Zora Labrooy, friend of Heather and secretary to a shifty psychologist, provides another strong character and relationship for Harry. Despite rewrites, her essential elements are largely the same. The investigation pushes her to become an ally and assistant to Harry. Besides its own ambiguity, this friendship is made interesting by an increased, constant tension and fragility. They're never sure they can trust or find a real use for each other.

Also of note is John Thaw, who provides the right dramatic gravitas whenever required. It's also fun to see him convincingly play a cockney man of modest background, in contrast to his famous role of cultured Inspector Morse.

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2 out of 3 people found the following review useful:

Not a patch on the book

Author: Spaceygirl ( from Johannesburg, South Africa
3 September 2008

*** This review may contain spoilers ***

Robert Goddard is a fantastic author, specialising in twisty and turny British historical thrillers. I was psyched when I saw that "Into the Blue' had been adapted for the small screen, being one of the finest book in a 'trilogy' of sorts. Harry Barnett is highly engaging character, and John Thaw portrays him well, warts and all. The only deterrent to the TV version is that it's far too short. It would have, in this writers opinion, worked better as a mini-series, as the movie leaves out whole scenes from the book and loses the feeling of helplessness that Harry Barnett feels to his plight. On the whole, "Into the Blue" is disappointing, not living up to a really good book. Check out the follow-ups, "Into the Sun" and "Never go Back".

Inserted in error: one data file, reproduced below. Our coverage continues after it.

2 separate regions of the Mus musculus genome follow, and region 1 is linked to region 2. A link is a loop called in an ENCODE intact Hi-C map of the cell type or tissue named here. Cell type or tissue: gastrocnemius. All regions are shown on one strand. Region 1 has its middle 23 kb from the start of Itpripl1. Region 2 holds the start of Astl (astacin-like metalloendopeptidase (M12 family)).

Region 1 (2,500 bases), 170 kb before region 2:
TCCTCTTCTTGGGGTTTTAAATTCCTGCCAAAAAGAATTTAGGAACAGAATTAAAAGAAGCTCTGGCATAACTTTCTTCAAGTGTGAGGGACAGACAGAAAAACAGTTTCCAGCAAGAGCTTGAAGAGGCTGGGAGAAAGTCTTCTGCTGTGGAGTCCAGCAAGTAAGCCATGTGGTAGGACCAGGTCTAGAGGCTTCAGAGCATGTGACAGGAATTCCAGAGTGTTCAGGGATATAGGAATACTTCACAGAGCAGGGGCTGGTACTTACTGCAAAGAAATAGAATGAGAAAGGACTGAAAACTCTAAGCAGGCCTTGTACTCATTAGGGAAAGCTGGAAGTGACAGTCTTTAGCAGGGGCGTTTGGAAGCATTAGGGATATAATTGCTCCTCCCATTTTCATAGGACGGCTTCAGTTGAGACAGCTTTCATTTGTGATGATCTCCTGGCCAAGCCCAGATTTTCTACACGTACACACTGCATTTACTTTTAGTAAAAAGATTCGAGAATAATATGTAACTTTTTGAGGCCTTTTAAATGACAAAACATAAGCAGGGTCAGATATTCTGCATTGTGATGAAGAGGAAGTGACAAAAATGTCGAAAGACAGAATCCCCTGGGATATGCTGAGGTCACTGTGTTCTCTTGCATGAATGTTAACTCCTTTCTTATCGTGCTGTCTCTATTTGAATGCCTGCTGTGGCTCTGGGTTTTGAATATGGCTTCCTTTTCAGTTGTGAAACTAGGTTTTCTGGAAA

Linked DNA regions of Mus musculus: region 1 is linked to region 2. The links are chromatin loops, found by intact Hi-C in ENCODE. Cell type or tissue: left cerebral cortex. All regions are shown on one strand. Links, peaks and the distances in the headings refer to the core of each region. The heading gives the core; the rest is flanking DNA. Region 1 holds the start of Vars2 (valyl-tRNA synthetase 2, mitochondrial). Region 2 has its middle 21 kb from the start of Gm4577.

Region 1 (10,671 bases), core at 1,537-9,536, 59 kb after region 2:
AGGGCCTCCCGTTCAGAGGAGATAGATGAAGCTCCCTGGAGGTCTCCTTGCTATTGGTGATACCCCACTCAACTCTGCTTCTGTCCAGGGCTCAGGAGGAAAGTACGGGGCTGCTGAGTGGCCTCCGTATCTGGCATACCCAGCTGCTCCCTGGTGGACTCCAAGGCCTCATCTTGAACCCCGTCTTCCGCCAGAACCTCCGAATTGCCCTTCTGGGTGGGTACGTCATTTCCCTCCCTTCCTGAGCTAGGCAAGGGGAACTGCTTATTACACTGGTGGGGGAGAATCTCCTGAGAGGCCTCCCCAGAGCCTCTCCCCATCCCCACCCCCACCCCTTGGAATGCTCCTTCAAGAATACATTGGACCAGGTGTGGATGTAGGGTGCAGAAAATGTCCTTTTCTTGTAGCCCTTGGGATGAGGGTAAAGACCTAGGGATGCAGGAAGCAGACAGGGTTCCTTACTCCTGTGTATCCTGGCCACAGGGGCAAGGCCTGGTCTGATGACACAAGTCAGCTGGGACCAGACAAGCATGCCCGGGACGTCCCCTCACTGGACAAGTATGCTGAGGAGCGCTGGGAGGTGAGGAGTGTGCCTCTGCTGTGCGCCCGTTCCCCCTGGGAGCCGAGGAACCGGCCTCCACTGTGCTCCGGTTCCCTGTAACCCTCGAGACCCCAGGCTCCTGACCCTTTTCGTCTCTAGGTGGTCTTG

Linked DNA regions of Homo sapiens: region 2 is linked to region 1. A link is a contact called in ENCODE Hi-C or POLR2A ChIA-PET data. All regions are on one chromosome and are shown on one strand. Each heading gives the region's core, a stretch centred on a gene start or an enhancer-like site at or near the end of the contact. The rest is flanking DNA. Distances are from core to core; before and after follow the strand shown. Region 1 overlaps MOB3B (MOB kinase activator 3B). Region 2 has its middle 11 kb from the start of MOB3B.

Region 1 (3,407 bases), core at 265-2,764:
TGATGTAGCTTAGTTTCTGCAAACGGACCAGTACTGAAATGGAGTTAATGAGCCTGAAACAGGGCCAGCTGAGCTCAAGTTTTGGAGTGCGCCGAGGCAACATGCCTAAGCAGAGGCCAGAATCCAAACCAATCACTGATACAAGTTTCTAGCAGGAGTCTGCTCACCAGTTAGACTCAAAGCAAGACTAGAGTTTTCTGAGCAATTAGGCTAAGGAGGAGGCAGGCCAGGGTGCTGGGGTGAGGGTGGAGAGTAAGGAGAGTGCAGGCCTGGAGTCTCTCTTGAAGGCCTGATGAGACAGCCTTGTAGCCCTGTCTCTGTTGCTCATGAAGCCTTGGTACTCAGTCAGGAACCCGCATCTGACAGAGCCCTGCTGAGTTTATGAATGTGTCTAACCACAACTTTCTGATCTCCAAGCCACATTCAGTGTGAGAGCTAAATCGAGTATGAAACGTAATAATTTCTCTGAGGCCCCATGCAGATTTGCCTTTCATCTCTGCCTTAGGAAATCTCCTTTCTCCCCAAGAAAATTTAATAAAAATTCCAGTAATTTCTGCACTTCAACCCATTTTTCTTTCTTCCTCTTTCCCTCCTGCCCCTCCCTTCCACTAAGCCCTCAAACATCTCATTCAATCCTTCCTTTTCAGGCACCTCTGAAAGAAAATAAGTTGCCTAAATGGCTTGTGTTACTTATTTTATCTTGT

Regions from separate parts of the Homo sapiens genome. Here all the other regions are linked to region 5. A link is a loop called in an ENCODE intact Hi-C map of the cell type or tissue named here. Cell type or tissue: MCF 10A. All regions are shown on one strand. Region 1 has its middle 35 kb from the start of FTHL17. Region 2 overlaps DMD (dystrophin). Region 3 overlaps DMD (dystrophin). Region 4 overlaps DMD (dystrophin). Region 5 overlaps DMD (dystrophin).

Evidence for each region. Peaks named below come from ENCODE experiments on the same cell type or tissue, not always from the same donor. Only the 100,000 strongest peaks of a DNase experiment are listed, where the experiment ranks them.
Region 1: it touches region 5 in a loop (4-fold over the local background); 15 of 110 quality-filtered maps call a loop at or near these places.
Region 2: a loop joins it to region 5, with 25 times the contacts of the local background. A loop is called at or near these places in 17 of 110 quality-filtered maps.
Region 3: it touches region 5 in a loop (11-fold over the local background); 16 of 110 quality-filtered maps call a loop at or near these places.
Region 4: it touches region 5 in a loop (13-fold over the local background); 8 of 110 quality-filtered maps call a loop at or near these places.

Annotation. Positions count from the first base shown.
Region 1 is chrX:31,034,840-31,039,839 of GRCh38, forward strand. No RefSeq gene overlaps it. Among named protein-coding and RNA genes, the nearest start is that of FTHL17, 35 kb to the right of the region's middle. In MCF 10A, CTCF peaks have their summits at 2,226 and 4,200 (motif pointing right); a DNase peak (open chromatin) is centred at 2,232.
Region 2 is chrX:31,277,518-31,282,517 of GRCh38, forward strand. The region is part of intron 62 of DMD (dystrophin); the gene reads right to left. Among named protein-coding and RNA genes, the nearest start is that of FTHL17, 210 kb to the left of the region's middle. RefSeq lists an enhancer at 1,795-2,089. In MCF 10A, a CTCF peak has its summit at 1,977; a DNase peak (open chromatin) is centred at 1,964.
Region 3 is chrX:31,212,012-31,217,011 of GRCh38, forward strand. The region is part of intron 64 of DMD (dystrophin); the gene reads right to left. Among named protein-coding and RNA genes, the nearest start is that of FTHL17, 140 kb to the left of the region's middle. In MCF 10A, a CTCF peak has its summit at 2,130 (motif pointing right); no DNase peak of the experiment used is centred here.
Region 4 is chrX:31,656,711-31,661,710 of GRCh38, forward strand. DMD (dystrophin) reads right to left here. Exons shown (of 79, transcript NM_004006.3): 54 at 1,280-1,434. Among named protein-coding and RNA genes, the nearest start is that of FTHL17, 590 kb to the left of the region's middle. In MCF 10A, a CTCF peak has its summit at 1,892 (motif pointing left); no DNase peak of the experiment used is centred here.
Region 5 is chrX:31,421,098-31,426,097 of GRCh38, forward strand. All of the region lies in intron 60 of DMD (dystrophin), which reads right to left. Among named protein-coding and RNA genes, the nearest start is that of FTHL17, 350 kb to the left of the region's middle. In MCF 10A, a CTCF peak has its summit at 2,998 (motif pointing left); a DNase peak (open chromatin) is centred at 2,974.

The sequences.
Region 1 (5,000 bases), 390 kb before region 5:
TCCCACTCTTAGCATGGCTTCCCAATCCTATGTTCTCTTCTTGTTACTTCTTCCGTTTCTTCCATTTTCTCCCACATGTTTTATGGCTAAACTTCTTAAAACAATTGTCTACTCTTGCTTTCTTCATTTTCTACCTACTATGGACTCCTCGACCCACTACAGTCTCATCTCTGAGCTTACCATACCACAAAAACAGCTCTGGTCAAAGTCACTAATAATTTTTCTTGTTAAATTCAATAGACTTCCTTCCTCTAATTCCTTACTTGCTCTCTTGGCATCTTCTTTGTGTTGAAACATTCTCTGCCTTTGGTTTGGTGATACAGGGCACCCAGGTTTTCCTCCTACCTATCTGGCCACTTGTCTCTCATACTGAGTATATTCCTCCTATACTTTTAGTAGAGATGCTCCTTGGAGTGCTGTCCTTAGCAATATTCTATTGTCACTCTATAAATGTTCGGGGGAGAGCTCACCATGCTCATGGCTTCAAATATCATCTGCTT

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3 out of 5 people found the following review useful:

Murderous but clunky, with a fine John Thaw, a well-disguised motive and plenty of fresh (and some not-so-fresh) corpses

Author: Terrell-4 from San Antonio, Texas
26 June 2008

*** This review may contain spoilers ***